Smith-Magenis syndrome is a genetic disability due to a microdeletion or abnormality of chromosome 17. The major features of Smith-Magenis Syndrome (SMS) include mild to moderate intellectual disability, delayed speech and language skills, distinctive facial features, sleep disturbances, and behavioural problems.
Individuals with Smith-Magenis Syndrome are characterised by a short flat head, prominent forehead, broad square face, deep-set eyes, underdeveloped midface, broad nasal bridge, short nose, tented upper lip, and a chin that is small in infancy and becomes relatively prominent with age. These facial differences can be subtle in early childhood, but they usually become more distinctive in later childhood and adulthood. Dental abnormalities are also common.
During infancy quite often there are feeding problems, failure to thrive, weak muscle tone, prolonged napping and lethargy. Then later in childhood and adulthood there can be the development of disturbed sleep patterns (difficulty falling asleep, regular waking throughout the night and sleepiness in the day), as well as behavioural problems.
These behaviour problems can be exhibited in a variety of ways, frequent temper tantrums, impulsivity, anxiety, distractibility, aggression and self-injurious behaviours including self-hitting, self-biting, and skin picking.
In addition to the above challenging behaviours, there are stereotypical behaviours including ‘self-hugging’ hand licking and page flipping (“lick and flip”) behaviour, mouthing objects, insertion of hand in mouth, teeth grinding, body rocking, and spinning or twirling objects.
Other signs and symptoms of Smith-Magenis syndrome include short stature, abnormal curvature of the spine (scoliosis), reduced sensitivity to pain and temperature, possible toileting difficulties and a hoarse voice. Some individuals also have ear abnormalities that lead to hearing loss and also possible vision difficulties. Although less common, heart and kidney defects have also been reported in Individuals with Smith-Magenis syndrome.
Smith-Magenis Syndrome (SMS) is a developmental disorder that affects many parts of the body. The major features of this condition include mild to severe learning disability, distinctive facial features, sleep disturbances, and behavioral problems. Smith-Magenis syndrome affects an estimated 1 in 25,000 individuals.
The syndrome is due to an abnormality in the short (p) arm of chromosome 17 and is sometimes called the 17p- syndrome.
Smith-Magenis syndrome is a chromosomal condition related to chromosome 17. Most people with SMS have a deletion of genetic material from a specific region of chromosome 17 (17p11.2). Although this region contains multiple genes, recently researchers discovered that the loss of one particular gene the retinoic acid induced 1 or RAI1 is responsible for most of the characteristic features of this condition. Also, other genes within the chromosome 17 contribute to the variability and severity of the clinical features. The loss of other genes in the deleted region may help explain why the features of Smith-Magenis syndrome vary among affected individuals. A small percentage of people with Smith-Magenis syndrome have a mutation in the RAI1 gene instead of a chromosomal deletion.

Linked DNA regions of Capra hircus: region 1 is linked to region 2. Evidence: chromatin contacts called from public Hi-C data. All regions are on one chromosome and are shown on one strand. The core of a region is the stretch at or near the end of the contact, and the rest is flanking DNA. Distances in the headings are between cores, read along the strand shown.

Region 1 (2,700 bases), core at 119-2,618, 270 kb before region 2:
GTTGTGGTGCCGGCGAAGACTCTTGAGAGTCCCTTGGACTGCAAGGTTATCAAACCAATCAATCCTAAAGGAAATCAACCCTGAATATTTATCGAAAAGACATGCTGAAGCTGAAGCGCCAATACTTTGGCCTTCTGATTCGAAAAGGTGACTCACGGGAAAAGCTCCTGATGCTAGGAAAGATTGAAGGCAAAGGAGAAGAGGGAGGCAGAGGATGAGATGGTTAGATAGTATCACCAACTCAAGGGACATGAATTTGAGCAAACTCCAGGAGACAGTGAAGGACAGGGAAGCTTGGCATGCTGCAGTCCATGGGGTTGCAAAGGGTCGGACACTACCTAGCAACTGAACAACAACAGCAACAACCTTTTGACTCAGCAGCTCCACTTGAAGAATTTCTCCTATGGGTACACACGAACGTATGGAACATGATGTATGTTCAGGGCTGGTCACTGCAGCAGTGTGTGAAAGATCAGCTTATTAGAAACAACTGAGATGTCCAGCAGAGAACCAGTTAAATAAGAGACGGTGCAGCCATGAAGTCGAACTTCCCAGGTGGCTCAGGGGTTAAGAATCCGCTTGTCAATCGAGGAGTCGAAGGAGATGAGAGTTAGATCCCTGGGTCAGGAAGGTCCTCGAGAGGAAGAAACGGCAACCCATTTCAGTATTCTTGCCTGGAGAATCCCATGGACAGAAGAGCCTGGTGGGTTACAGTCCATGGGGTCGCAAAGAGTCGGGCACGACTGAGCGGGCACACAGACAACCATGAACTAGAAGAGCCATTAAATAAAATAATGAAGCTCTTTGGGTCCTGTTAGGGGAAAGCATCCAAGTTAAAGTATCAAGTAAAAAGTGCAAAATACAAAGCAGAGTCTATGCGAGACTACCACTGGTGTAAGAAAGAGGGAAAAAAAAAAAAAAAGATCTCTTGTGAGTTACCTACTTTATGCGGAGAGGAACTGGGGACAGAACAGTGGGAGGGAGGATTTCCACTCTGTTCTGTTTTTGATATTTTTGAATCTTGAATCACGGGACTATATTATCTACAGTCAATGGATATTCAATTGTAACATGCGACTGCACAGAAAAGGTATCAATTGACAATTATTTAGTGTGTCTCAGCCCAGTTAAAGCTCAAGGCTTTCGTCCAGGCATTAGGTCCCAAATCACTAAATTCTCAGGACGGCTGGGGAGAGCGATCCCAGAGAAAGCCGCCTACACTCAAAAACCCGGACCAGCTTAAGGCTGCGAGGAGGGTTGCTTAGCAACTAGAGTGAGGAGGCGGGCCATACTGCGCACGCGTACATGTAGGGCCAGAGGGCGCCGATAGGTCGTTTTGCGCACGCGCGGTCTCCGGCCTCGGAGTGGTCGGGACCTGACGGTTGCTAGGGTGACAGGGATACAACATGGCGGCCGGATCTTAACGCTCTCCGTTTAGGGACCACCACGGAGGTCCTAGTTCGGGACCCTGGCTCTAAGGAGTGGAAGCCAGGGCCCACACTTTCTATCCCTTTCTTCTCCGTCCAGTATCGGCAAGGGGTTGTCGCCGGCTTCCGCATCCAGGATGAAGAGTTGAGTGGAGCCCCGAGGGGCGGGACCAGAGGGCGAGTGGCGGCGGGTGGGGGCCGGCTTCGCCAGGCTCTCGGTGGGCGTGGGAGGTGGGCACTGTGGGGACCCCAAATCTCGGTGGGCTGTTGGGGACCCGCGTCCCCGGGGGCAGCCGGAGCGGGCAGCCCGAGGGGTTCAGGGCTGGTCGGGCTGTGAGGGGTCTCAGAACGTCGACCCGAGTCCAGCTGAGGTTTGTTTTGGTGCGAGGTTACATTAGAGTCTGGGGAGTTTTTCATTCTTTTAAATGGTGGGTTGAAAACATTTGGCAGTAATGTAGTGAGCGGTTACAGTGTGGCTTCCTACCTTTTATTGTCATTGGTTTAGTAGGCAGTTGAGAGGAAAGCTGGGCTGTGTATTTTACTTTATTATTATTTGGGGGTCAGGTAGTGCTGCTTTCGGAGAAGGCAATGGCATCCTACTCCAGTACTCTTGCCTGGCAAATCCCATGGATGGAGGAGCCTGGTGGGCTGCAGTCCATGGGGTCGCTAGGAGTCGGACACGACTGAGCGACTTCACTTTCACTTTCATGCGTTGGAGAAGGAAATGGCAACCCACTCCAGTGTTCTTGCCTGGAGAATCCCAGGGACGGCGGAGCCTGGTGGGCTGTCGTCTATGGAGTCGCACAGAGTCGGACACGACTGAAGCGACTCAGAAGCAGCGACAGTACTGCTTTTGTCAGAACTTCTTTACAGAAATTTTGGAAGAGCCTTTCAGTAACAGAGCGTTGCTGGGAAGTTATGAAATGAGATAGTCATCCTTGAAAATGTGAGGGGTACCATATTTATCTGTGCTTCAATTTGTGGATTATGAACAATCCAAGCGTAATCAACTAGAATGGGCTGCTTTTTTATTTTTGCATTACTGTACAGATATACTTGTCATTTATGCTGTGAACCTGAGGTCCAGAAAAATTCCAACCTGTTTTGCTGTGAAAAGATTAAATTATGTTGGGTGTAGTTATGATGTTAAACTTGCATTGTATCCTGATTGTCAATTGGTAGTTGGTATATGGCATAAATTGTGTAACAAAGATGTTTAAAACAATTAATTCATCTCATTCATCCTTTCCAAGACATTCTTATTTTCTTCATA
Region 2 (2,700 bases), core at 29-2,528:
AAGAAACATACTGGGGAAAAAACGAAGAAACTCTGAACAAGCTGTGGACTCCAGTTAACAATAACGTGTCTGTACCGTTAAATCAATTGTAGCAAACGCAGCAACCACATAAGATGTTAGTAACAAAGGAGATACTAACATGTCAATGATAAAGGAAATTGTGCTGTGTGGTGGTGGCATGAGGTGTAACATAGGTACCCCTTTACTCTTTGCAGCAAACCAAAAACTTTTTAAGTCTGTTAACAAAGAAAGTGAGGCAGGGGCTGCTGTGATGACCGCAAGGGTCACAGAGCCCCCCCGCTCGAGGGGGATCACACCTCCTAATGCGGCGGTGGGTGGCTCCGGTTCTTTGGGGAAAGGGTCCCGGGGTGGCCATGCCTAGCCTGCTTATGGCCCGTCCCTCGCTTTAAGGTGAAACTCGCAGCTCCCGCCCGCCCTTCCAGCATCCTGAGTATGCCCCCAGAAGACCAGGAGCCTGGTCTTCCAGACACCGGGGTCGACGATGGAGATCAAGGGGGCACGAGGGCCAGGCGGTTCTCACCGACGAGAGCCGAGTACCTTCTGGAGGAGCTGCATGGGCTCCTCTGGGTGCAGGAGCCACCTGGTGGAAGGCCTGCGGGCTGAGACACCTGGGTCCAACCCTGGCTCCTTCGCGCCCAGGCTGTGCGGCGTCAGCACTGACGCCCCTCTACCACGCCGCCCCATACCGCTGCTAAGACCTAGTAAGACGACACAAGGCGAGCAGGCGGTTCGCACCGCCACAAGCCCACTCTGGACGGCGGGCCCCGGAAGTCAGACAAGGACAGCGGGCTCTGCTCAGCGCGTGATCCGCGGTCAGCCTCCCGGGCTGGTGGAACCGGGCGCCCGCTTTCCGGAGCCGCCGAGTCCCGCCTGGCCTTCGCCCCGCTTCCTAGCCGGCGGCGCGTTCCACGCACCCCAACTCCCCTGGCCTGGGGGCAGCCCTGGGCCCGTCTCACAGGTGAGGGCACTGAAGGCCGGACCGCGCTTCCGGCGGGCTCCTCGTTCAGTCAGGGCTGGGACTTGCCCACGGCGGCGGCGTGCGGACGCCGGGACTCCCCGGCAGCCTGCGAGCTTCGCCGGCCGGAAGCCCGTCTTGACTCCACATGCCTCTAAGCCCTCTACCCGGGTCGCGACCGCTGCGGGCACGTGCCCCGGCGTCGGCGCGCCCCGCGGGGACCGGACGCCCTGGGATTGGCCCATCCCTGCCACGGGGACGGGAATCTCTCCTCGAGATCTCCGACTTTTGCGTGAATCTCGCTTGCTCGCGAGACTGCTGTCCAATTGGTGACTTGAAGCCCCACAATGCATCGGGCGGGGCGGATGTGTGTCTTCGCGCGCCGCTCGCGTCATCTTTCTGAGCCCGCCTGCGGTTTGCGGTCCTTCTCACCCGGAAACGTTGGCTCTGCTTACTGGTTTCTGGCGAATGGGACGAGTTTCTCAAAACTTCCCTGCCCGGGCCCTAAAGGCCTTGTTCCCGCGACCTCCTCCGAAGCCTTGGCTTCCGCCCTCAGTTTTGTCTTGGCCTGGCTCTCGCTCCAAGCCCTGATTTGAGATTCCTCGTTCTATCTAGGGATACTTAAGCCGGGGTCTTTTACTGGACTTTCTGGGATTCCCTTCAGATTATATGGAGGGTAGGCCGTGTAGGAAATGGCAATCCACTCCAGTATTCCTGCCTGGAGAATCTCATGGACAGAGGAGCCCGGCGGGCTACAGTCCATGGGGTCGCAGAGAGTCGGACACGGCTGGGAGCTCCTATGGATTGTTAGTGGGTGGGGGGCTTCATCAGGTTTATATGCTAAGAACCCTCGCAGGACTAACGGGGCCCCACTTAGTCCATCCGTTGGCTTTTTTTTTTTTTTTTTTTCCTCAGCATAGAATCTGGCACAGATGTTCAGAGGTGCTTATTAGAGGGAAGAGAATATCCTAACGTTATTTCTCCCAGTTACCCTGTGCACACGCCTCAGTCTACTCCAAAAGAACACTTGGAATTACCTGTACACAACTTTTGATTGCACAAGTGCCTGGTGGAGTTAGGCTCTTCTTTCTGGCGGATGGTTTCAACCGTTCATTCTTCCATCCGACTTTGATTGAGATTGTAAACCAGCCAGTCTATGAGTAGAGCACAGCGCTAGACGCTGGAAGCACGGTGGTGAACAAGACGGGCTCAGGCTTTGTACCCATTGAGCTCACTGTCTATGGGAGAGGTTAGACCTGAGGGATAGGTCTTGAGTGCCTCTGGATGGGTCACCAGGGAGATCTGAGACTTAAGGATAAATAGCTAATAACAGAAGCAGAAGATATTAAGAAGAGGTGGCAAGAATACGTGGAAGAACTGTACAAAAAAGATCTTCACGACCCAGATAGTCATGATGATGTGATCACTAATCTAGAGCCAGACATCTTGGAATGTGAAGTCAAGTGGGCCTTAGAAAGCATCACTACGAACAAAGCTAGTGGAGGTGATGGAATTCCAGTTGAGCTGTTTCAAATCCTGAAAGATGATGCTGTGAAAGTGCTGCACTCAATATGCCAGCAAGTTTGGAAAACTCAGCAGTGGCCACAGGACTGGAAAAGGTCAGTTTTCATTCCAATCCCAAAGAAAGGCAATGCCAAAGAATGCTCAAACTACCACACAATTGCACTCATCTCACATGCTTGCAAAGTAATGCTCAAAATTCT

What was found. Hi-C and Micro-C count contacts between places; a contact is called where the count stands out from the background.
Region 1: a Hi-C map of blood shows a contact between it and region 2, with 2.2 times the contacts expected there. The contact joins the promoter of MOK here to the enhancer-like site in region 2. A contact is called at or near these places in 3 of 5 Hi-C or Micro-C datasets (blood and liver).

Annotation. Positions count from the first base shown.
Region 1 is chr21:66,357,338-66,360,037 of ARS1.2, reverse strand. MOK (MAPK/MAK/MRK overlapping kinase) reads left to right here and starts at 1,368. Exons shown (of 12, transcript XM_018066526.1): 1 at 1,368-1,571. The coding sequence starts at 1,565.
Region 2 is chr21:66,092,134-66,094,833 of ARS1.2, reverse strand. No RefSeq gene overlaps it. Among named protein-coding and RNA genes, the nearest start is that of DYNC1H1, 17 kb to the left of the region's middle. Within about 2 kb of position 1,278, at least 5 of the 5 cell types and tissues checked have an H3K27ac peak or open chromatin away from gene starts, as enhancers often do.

These deletions and mutations lead to the production of an abnormal or nonfunctional version of the RAI1 protein. RAI1 is a transcription factor involved in communication messages between DNA and RNA. The groups led by James Lupski (Baylor College of Medicine) and Sarah Elsea (Virginia Commonwealth University) are in the process of studying the exact function of this gene in relation to Smith Magenis Syndrome.
SMS is typically not inherited. This condition usually results from a genetic change that occurs during the formation of reproductive cells (eggs or sperm) or in early fetal development. People with Smith-Magenis syndrome most often have no history of the condition in their family.
A Guide to SMS Booklet
Our booklet ‘Smith-Magenis Syndrome: Guidelines for Parents and Teachers’ provides a lot of practical and helpful advice about coping with all aspects of SMS. It covers sleep, social relationships, behaviours, feeding difficulties, toilet training, dressing, school concerns, behaviour in adulthood, siblings and sources of further help.